The Weekend Australian - Review - - Viewpoints - PETER GLAS­SON on what trousers tell us

IT all be­gan with Ge­orge Bryan Brum­mell, known to pos­ter­ity as Beau Brum­mell. He was the ar­biter of el­e­gance and hy­giene in the cir­cle sur­round­ing the prince of Wales dur­ing the Re­gency pe­riod. The prince and his friends were spend­thrift and exclusive, even af­ter Brum­mell rid them of body odour.

With­out money, mem­ber­ship in such cir­cles tends to lapse. Faced with mount­ing bills from his tai­lors, hat­ters and boot­ers, Brum­mell de­vised a money- sav­ing in­no­va­tion: in­stead of im­ported silk, he would wear a suit of cheaper English cloth. Coat and trousers, shirt and neck­tie, boots pol­ished with cham­pagne for ex­tra sparkle.

It was the trousers of the ensem­ble that con­ster­nated many.

Brum­mell had dis­pensed with silk stock­ings, taken breeches to the an­kles and given the cloth a trim cut to fash­ion the gar­ment.

They were im­me­di­ately adopted by con­tem­po­raries who mat­tered: the dandies. They dressed with a sense of aes­thetic bal­ance wor­thy of Pi­casso or, as By­ron said of Brum­mell, with ex­quis­ite pro­pri­ety.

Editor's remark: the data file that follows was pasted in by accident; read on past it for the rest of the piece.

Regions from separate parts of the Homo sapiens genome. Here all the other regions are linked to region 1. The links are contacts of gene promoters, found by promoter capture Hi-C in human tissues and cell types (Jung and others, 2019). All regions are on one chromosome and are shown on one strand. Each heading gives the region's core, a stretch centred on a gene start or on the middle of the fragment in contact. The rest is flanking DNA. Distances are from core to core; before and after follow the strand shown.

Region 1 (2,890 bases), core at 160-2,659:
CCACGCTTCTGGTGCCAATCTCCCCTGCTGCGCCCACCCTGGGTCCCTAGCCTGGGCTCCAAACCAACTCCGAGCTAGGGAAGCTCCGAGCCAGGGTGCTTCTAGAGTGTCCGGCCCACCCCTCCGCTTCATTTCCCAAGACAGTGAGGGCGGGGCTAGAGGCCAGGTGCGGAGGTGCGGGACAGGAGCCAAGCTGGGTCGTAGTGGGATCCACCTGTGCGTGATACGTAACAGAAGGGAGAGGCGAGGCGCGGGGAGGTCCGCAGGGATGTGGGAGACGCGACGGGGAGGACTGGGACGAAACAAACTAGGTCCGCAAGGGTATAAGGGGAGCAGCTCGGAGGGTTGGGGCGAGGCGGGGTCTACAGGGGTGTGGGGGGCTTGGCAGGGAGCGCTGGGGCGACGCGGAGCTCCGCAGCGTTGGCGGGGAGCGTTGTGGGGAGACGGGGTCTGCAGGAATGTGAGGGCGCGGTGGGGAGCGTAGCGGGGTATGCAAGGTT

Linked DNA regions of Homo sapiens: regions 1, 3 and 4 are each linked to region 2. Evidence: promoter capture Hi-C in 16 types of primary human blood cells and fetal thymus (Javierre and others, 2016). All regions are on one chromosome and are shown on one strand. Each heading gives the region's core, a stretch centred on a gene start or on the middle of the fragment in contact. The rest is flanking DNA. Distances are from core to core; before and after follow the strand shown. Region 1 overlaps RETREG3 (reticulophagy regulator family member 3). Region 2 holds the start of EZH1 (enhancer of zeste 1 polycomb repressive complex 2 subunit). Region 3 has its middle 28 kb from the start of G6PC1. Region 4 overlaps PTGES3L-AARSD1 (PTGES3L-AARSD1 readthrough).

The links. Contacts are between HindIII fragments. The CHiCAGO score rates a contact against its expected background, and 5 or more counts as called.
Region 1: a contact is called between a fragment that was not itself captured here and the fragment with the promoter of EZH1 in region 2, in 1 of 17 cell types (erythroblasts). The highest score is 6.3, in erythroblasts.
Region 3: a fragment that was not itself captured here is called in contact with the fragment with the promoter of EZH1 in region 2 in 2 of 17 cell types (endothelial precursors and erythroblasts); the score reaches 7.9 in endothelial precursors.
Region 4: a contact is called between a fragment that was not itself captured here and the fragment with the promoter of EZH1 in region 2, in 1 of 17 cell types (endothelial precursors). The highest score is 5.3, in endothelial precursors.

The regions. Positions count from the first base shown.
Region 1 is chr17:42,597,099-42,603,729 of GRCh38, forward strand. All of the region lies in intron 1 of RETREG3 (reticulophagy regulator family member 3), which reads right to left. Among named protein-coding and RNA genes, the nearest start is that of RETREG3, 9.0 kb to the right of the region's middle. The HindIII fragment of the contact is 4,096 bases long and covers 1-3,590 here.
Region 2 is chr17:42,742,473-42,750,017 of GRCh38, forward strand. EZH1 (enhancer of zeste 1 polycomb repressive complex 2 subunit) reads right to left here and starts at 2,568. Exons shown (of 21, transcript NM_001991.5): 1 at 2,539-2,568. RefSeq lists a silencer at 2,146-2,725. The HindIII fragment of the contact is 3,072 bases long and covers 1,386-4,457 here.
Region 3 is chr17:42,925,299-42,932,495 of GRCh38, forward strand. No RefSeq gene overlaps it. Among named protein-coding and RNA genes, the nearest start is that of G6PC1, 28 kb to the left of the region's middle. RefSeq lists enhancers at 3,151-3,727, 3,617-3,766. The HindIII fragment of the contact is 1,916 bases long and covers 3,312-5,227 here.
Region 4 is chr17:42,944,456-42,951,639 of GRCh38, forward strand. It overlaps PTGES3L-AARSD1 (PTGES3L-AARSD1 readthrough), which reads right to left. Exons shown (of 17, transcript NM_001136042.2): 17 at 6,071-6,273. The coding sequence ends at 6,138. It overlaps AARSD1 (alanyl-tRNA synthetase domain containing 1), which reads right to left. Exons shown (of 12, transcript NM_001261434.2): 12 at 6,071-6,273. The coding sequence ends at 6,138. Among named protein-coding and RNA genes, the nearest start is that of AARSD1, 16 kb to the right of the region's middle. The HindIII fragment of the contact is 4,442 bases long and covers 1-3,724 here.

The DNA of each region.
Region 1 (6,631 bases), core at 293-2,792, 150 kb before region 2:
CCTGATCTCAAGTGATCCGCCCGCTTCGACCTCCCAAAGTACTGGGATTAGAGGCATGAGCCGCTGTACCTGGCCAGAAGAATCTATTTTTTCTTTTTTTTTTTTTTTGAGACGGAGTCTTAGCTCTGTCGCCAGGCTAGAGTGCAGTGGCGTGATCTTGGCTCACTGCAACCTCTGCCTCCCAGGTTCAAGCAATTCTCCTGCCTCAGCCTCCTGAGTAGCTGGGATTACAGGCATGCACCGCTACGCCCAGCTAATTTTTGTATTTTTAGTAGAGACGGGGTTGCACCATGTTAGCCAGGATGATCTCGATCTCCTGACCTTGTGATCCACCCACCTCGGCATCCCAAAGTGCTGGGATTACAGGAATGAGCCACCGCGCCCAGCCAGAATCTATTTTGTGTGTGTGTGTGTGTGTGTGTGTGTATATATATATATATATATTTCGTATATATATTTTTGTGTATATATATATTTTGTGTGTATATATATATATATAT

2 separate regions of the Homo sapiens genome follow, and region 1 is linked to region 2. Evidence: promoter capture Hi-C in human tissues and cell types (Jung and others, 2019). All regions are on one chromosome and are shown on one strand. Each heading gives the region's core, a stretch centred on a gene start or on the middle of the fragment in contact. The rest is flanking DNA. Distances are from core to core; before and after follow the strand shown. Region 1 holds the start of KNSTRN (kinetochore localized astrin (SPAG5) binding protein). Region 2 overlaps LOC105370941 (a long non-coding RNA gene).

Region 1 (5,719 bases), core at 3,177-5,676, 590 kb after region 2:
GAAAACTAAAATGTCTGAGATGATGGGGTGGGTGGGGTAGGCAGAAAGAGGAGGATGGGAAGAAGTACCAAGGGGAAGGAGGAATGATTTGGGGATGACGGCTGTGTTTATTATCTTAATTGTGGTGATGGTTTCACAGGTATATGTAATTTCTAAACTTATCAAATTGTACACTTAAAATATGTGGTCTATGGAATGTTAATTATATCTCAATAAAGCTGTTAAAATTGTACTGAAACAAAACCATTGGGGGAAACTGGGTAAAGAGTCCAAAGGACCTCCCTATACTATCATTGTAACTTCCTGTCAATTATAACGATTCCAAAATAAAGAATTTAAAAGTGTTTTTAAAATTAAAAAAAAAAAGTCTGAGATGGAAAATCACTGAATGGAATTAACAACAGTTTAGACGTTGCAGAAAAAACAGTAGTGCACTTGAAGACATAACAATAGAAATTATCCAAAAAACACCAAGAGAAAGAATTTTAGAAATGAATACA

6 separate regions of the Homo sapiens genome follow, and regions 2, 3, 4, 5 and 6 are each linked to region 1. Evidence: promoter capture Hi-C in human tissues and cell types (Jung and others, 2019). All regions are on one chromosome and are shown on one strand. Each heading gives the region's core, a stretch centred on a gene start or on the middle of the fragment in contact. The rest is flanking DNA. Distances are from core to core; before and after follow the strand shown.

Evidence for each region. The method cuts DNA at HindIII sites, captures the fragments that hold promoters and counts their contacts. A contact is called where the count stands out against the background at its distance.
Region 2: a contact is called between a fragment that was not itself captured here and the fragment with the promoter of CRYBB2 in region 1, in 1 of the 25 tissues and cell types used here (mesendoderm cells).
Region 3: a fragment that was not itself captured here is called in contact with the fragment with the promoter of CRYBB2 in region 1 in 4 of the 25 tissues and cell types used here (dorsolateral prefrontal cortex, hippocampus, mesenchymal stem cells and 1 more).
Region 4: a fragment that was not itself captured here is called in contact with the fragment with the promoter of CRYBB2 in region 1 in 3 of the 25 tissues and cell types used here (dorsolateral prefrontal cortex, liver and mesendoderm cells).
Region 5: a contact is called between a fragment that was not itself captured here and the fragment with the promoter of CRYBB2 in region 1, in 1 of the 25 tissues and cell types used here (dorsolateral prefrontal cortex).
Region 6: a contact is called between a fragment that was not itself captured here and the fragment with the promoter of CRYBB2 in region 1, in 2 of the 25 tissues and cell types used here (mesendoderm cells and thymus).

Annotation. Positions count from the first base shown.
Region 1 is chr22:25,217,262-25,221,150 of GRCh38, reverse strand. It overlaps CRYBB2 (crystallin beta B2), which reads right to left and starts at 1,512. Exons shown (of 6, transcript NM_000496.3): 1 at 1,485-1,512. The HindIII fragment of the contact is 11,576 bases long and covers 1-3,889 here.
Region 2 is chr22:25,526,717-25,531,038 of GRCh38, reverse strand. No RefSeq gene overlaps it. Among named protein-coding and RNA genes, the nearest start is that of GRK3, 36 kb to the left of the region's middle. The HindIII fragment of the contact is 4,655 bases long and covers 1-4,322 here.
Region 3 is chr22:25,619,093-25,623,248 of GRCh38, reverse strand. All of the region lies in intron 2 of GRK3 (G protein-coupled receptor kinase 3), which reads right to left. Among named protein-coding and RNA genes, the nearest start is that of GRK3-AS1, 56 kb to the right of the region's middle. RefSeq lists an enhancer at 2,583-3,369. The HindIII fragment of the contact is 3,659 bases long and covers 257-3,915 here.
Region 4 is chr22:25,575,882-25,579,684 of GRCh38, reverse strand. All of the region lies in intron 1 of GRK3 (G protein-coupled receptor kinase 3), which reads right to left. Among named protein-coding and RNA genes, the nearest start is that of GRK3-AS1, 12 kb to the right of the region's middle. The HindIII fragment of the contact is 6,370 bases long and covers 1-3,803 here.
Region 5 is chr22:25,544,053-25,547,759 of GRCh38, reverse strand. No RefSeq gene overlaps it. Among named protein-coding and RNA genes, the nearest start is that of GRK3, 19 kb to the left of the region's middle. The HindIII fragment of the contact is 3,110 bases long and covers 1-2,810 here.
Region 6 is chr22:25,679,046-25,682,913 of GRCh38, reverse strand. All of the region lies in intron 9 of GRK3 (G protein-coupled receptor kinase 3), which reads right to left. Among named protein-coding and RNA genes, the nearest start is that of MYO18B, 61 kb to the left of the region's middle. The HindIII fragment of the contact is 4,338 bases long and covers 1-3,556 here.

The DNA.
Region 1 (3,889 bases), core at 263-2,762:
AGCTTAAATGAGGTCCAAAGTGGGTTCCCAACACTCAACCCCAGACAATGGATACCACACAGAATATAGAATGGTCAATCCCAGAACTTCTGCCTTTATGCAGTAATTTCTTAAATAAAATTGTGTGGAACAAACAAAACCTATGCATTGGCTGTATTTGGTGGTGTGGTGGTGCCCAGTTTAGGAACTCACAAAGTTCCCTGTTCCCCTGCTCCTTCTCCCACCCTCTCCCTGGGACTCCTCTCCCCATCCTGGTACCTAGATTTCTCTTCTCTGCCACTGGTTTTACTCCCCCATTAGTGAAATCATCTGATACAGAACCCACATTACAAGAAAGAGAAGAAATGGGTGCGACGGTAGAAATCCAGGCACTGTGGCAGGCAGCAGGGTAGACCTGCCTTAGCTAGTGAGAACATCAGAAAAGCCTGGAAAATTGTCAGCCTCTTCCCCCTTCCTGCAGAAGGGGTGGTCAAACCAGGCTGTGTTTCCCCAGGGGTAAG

Their ef­forts were a su­perb re­al­i­sa­tion of style, re­sistible only by the re­gres­sive.

Tens of mil­lions of men in the world have since lived out their lives in Brum­mell trousers.

Yet only the English hon­our Beau with a statue. It is just as well. The truth about trousers is not with­out em­bar­rass­ment and must be whis­pered lest the chil­dren should hear it: trousers are the tra­di­tional at­tire of bar­bar­ians. Clothes eas­ily donned for trou­ble or plun­der an­swer to bar­bar­ian needs. As no his­to­rian has noted, bar­bar­ians are quick dressers.